It is estimated that the UK will require 50,000-60,000 MT of lithium carbonate a year by 2035 for battery production to satisfy government needs. This is assuming production remains at 1.2 million vehicles per year, and the amount of lithium required does not increase.
British Lithium, which hopes to begin constructing a quarry to produce 20,000 MT of lithium carbonate a year in a $400 million investment, are not without competitors, both within the UK and abroad.
Competition For Lithium Rises In Europe
After only five years after its initial launch, Cornish Lithium is setting its sights on becoming a UK powerhouse in mining lithium, aiming to begin commercial production in under four years. Jeremy Wrathall, a former investment banker and current managing director of Cornish Lithium, had the future in mind when founding the company.
“In 2016, I started to think about the electric vehicle revolution and what that would mean for metal demand, and I started to think about lithium,” he said in an interview with AFP. “A friend of mine mentioned lithium being identified in Cornwall, and I just wondered if that was a sort of unrecognised thing in the UK.”
Lithium was first discovered in Cornwall around 1864 and has not been mined again since 1914 when it was produced as an ingredient in fireworks. Now, however, Cornish Lithium is reportedly in the testing stage to see if the metal can be produced commercially to meet the growing demand required for the electric car sector.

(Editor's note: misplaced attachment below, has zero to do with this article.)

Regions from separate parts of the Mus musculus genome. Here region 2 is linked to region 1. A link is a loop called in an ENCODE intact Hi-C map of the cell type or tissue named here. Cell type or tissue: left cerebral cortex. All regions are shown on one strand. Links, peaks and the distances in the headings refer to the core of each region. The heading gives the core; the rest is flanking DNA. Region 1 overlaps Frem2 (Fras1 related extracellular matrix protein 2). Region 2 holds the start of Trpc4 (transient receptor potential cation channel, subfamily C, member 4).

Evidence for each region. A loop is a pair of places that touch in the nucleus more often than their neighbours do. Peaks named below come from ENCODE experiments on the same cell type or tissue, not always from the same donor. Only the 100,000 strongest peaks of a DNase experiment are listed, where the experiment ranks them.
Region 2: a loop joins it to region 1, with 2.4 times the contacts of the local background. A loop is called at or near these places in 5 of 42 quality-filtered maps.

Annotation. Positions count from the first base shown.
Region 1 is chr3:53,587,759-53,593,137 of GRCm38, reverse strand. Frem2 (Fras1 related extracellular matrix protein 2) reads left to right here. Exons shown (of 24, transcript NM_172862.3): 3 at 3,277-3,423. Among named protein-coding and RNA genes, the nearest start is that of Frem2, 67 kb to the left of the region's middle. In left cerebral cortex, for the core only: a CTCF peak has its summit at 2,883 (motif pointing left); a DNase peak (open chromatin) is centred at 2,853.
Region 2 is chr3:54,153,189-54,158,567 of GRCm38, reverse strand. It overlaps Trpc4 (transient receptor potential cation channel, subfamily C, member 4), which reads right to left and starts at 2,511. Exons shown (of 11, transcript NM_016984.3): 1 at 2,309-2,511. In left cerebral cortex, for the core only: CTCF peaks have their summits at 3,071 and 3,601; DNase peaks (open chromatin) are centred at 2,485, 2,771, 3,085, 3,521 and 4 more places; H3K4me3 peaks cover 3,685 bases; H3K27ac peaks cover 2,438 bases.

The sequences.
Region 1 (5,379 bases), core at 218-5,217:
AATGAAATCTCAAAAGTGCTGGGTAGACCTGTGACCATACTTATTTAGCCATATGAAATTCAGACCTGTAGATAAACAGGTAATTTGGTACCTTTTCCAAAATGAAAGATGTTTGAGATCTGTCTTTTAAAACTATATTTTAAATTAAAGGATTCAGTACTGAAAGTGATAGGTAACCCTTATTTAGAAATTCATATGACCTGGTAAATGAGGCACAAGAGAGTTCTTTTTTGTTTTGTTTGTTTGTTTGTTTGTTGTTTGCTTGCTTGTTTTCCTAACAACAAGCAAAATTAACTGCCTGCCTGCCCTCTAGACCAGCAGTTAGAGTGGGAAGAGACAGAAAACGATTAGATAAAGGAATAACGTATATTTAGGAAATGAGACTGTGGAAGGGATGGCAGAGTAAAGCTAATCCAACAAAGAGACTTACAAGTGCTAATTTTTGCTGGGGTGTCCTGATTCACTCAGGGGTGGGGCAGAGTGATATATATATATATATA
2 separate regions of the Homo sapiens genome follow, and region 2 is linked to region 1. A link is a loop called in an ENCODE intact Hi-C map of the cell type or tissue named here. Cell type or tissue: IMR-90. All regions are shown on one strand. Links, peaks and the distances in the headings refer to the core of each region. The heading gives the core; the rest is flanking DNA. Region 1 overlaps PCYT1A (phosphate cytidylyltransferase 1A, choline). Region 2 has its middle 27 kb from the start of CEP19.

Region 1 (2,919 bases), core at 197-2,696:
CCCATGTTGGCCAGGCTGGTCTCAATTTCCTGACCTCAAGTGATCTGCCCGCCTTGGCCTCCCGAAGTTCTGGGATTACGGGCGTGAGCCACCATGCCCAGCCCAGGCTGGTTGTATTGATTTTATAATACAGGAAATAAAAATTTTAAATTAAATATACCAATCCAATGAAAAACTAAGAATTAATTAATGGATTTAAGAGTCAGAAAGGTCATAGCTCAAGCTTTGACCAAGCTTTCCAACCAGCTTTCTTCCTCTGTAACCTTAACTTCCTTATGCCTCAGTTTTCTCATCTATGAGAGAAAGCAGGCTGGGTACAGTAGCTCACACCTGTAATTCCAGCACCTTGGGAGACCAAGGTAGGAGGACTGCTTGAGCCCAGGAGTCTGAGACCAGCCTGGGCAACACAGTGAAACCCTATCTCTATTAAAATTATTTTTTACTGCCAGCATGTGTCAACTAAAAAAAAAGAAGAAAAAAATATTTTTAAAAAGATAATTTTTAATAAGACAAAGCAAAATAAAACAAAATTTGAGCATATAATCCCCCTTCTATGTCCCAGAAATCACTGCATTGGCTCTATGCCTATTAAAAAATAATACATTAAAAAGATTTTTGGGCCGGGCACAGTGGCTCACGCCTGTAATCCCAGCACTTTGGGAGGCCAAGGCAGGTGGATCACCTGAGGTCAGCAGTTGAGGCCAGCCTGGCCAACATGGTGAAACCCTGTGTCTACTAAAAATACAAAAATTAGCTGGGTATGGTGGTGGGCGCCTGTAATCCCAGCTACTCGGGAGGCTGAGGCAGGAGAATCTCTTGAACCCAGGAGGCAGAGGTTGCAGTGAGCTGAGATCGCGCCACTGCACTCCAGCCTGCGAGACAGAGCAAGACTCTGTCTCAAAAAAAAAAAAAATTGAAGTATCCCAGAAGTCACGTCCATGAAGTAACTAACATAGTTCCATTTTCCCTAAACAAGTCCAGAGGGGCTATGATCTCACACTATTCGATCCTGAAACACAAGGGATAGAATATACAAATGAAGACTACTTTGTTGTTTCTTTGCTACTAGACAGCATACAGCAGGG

Despite Cornwall’s close historic ties to mining lithium, Wrathall insists that the project is purely commercial.
Cornish Mining Revival For Lithium Production
“It’s not a mission that drives me to the point of being emotional or romantic,” he says. “It’s vitally important that we do get this technology otherwise Europe has got no lithium supply.”
The European Commission has also stated their goal to end the sale of new petrol and diesel cars by 2035 to aid the environment. That being said, the majority of lithium extraction currently relies on power provided by environmentally damaging fossil fuels─a slight contradiction.
Alex Keynes, from the Brussels-based lobby group Transport & Environment, is adamant that mining for lithium should be done sustainably.
“Our view is that medium-to-long term, the majority of materials including lithium should come from efficient and clean recycling.
“Europe from a strategic point of view should be looking at securing its own supply of lithium.”
Despite growing competition from abroad, British Lithium Chairman, Roderick Smith, continues to place importance on the mining of lithium within the UK.
“Imagine what the UK economy would look like if we lost our automotive industry,” Smith says. “The stakes are high for the UK.”
Smith expects the UK to compete with other European countries to secure a lithium battery plant in the near future.